We went out to see Rosa who is about 90 years old. She really did not want to talk to us. They say she remembers prewar days but is afraid to say anything. Did not learn anything from her.

In 1947 some tried to restore the Catholic church. They found a vault in the floor and when they opened it they found skeletons of women and children. There were many rats in the vault. Can you imagine?

In church I noticed all the ladies wore scarves (most of the people looked old). The church is big. They have heavy plastic hanging from the ceiling to the floor to separate the part that was renovated from that which is not.

We have seen few women wearing jeans or slacks. Miniskirts are in. Women were wearing high heals. The are just as foolish was we were many years ago.

We saw brush fires flying into Kiev. Also in the Odessa district. The interpreter told me they feel strongly there is much radiation on the leaves when they fall they want to burn them. Now I do not know if that makes senses as the smoke goes back in the air.

I took a stroll down to the Black Sea and said the rosary.

Nobody had the nerve to explain the mistake to the “Father of the Peoples” so the hotel was built using both designs.

Sean took the rest of us to the Army Museum. At the Army Museum they had the remains of the U2 spy aircraft that was piloted by Gary Powers. It was just a pile of metal.


“They say we’re eighty, ninety percent back. We ain’t ninety percent back. We lost two whole generations. They ain’t coming back,” the barber said.

A barbershop isn’t something you stumble on in New Orleans, and stumbling around mapless is my way of being a tourist. I kept thinking I’d come across a neighborhood main street (Bourbon Street does not count) but no luck, and as the shadows of the afternoon lengthened I forgot about a haircut. Then, turning a corner in the Tremé district, I saw the familiar red and white swirl.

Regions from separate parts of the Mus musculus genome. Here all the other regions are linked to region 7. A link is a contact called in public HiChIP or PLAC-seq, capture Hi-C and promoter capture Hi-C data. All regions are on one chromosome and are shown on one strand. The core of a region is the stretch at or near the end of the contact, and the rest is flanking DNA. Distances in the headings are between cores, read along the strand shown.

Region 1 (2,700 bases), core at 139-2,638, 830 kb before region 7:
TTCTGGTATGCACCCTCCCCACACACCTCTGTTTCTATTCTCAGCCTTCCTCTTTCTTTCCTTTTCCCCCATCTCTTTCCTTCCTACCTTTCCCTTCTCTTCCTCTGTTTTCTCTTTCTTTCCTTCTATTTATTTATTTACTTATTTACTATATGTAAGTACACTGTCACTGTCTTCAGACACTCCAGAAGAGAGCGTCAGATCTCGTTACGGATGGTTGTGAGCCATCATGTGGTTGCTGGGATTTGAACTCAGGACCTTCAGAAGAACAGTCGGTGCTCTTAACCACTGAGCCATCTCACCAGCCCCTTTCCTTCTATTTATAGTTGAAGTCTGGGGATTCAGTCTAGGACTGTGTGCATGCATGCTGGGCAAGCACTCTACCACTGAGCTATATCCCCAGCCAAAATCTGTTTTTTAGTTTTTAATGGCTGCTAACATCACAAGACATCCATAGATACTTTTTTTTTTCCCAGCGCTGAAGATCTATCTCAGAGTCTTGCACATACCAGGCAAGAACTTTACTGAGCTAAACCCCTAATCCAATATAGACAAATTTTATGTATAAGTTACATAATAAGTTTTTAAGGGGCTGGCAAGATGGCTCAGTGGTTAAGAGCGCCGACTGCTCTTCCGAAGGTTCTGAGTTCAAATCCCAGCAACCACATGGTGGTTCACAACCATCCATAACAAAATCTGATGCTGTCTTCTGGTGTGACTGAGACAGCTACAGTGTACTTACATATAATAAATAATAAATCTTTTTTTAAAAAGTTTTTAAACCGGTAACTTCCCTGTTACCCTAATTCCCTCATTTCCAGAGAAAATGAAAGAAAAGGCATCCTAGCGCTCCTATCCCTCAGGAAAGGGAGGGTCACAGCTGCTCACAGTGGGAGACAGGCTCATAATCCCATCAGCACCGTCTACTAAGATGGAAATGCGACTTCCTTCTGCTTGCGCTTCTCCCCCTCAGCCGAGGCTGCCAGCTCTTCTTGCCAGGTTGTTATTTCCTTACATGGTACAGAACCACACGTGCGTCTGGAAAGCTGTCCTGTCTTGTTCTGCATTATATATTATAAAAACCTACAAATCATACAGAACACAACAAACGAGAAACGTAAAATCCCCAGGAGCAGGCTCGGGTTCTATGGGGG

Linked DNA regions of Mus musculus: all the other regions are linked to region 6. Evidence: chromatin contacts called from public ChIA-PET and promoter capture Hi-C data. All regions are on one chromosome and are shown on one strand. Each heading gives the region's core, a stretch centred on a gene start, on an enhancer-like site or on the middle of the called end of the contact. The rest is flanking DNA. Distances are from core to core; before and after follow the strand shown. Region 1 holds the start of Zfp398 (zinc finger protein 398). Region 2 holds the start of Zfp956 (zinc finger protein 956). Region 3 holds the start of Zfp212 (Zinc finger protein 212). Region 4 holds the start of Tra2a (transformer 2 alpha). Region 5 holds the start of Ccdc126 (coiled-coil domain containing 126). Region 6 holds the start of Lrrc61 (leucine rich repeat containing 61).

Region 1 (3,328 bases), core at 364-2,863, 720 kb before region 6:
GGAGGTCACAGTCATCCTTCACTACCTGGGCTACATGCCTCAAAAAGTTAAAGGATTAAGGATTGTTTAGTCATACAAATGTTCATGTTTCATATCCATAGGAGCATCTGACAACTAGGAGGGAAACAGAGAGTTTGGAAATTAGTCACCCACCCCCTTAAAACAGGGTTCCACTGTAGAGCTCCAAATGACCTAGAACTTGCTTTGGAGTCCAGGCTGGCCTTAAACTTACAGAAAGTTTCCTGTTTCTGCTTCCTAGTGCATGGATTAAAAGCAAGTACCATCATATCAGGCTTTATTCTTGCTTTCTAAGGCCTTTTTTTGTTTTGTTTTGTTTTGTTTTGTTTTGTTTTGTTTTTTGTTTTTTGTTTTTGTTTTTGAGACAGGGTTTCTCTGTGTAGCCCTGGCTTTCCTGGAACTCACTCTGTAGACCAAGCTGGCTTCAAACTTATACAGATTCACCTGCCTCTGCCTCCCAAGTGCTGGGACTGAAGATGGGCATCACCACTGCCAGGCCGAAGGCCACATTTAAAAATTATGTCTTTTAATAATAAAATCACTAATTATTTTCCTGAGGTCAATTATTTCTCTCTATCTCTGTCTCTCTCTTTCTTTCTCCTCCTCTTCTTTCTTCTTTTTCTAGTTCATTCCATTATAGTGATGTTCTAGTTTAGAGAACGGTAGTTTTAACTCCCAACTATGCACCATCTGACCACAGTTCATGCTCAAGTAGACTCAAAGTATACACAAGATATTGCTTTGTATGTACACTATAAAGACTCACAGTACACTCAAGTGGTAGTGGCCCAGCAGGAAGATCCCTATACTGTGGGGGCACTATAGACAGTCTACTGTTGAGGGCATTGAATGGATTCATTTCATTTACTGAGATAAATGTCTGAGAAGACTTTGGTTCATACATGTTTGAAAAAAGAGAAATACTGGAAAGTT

The shop was tiny. I opened the door and asked if I could get a haircut. The bartender, black, thirty-ish, said officially he was closed since it was Monday but he could give me a haircut. A pit bull got up from its recumbent position as I entered but without any evident hostile intent.

Like everyone in New Orleans the barber had his Katrina stories. Evacuated to Houston where he spent only two hours before he left for Dallas. Lived there until three years ago he came back. “I want to be the one who makes the decisions in my life, not some storm,” he said. He swung the chair thirty degrees and I was facing a photograph of a row of four houses, the third one twisted off its foundation, looking like some buildings in San Francisco after the earthquake. “That was down the street,” the barber said. “There’s a hole there now.”

“How old’s your dog?” I asked.

“Fourteen,” he said.

Wise old dog to find me unthreatening. Keep the thoughts positive, I thought.

soulful, still here